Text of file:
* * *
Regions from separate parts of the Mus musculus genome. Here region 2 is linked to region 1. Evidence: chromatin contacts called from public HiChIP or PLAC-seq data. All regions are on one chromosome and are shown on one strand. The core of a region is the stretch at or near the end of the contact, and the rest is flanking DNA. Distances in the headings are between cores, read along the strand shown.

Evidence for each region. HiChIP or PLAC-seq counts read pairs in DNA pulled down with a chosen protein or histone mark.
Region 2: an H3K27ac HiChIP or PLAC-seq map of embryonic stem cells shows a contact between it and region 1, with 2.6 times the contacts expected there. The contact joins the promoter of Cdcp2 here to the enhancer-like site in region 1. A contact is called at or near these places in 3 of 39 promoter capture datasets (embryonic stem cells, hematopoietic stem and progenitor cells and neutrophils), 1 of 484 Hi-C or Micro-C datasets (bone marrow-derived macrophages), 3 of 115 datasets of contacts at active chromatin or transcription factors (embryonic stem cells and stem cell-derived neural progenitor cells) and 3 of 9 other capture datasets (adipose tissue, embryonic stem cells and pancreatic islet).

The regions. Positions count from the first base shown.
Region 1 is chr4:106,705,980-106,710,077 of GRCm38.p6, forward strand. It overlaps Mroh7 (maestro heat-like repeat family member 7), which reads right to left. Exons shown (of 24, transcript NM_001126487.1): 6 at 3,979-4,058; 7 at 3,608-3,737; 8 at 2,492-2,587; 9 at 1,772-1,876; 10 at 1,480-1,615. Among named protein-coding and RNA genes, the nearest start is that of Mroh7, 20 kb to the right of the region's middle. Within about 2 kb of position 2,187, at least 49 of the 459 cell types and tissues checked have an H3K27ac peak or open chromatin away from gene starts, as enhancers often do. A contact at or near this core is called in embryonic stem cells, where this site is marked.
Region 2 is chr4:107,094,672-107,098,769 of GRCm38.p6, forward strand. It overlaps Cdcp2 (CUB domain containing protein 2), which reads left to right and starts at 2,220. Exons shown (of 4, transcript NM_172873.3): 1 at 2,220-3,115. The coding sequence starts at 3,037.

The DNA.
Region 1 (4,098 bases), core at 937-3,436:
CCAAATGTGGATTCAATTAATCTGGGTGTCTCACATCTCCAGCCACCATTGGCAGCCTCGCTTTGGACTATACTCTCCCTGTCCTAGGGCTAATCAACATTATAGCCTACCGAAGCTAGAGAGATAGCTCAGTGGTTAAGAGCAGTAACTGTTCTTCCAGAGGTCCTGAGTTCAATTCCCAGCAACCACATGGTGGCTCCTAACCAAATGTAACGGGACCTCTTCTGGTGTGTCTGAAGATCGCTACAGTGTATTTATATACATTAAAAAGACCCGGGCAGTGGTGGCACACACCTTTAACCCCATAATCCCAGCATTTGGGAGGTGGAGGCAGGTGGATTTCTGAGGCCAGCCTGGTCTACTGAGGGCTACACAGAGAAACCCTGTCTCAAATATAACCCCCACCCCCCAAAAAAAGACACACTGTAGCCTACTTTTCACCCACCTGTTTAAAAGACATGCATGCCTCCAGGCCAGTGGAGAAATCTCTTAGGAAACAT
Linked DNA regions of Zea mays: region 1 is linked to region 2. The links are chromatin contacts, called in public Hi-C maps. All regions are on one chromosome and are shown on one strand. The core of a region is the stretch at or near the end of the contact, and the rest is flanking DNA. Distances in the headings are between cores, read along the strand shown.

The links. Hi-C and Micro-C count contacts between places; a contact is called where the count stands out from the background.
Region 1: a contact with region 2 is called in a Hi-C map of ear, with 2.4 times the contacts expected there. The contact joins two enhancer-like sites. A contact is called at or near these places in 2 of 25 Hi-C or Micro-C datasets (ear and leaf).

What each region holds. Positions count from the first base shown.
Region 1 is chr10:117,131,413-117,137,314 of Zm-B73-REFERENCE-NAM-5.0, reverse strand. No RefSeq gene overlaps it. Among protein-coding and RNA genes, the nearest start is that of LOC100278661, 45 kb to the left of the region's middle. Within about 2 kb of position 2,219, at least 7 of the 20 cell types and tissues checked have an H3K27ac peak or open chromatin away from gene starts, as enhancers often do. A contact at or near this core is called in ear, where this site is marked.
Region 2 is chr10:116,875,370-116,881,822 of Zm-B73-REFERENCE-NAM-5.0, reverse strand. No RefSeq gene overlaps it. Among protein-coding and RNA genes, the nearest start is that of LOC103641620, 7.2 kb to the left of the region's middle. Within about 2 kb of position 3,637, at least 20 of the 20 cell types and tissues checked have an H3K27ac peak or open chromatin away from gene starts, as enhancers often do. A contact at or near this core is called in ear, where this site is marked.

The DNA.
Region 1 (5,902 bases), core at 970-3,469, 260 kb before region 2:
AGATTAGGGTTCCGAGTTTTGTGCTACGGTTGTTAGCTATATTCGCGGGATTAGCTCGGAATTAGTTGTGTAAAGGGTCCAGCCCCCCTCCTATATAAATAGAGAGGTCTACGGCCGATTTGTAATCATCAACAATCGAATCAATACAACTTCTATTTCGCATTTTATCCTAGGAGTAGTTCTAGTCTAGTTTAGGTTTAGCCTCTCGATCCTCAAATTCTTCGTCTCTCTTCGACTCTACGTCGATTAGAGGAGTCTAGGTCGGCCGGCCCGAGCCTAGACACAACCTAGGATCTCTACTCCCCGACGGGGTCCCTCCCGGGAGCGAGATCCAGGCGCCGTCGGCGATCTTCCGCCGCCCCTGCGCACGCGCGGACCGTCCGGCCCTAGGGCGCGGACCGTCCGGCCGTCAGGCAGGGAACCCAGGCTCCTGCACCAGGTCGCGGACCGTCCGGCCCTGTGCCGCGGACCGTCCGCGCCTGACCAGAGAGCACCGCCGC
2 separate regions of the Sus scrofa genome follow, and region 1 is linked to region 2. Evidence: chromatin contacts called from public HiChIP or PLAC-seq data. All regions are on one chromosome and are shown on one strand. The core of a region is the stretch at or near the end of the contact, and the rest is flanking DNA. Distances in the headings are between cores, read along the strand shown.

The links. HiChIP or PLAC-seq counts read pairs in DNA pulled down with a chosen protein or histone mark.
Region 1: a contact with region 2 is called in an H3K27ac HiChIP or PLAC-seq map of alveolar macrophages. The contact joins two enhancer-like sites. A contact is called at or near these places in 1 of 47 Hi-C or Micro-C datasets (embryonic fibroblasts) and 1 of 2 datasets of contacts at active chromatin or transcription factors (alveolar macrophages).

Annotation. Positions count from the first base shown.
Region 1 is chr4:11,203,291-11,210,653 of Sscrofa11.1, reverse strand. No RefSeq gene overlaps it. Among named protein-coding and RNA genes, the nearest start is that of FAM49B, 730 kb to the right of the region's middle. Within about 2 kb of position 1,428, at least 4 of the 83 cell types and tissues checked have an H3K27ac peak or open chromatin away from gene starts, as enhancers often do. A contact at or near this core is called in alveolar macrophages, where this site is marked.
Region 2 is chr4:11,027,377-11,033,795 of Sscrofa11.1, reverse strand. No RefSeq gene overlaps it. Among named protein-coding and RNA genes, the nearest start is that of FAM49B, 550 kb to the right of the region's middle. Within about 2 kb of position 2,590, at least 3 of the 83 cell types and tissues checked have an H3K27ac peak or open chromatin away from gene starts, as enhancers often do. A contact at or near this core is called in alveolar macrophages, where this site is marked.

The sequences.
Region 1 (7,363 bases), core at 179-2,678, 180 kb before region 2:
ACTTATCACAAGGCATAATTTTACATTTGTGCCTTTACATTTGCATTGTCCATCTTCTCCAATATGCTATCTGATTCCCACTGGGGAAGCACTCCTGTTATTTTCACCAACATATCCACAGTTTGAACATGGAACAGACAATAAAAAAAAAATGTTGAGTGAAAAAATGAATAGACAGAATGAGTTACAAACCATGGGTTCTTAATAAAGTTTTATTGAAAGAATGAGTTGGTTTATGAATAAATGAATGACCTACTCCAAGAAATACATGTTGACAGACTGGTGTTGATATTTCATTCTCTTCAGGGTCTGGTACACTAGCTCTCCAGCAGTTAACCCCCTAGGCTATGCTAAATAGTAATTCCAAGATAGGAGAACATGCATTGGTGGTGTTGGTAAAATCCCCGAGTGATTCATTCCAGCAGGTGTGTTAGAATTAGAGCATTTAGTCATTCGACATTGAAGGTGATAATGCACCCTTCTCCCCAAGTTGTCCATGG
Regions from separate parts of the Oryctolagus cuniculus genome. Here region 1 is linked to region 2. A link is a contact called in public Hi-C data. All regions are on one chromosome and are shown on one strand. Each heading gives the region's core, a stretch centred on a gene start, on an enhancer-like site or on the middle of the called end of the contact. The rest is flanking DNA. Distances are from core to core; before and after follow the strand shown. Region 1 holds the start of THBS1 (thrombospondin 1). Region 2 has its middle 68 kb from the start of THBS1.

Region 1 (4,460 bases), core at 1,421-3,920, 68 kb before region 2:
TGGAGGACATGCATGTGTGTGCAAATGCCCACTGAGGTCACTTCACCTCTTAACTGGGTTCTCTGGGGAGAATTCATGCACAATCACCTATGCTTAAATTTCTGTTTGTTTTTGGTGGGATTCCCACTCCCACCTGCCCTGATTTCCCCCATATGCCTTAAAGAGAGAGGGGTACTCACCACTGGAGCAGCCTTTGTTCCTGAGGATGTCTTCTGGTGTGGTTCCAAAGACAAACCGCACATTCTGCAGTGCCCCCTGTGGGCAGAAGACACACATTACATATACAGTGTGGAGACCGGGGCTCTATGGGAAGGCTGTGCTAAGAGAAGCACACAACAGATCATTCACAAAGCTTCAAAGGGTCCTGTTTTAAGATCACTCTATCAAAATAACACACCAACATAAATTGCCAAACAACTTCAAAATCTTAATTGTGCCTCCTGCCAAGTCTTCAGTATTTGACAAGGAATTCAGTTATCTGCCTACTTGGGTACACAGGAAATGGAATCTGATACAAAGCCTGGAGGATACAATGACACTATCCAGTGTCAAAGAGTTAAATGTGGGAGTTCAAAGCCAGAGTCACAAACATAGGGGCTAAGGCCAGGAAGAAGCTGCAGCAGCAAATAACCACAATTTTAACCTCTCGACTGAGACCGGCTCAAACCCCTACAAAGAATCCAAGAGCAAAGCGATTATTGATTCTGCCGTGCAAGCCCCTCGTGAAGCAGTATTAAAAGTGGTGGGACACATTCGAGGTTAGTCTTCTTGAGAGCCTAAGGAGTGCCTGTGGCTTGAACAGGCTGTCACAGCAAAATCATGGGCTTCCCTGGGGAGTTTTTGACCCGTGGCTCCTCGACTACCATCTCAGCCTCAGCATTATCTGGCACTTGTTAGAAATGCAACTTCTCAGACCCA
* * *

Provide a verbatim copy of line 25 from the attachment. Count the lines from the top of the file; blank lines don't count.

The sequences.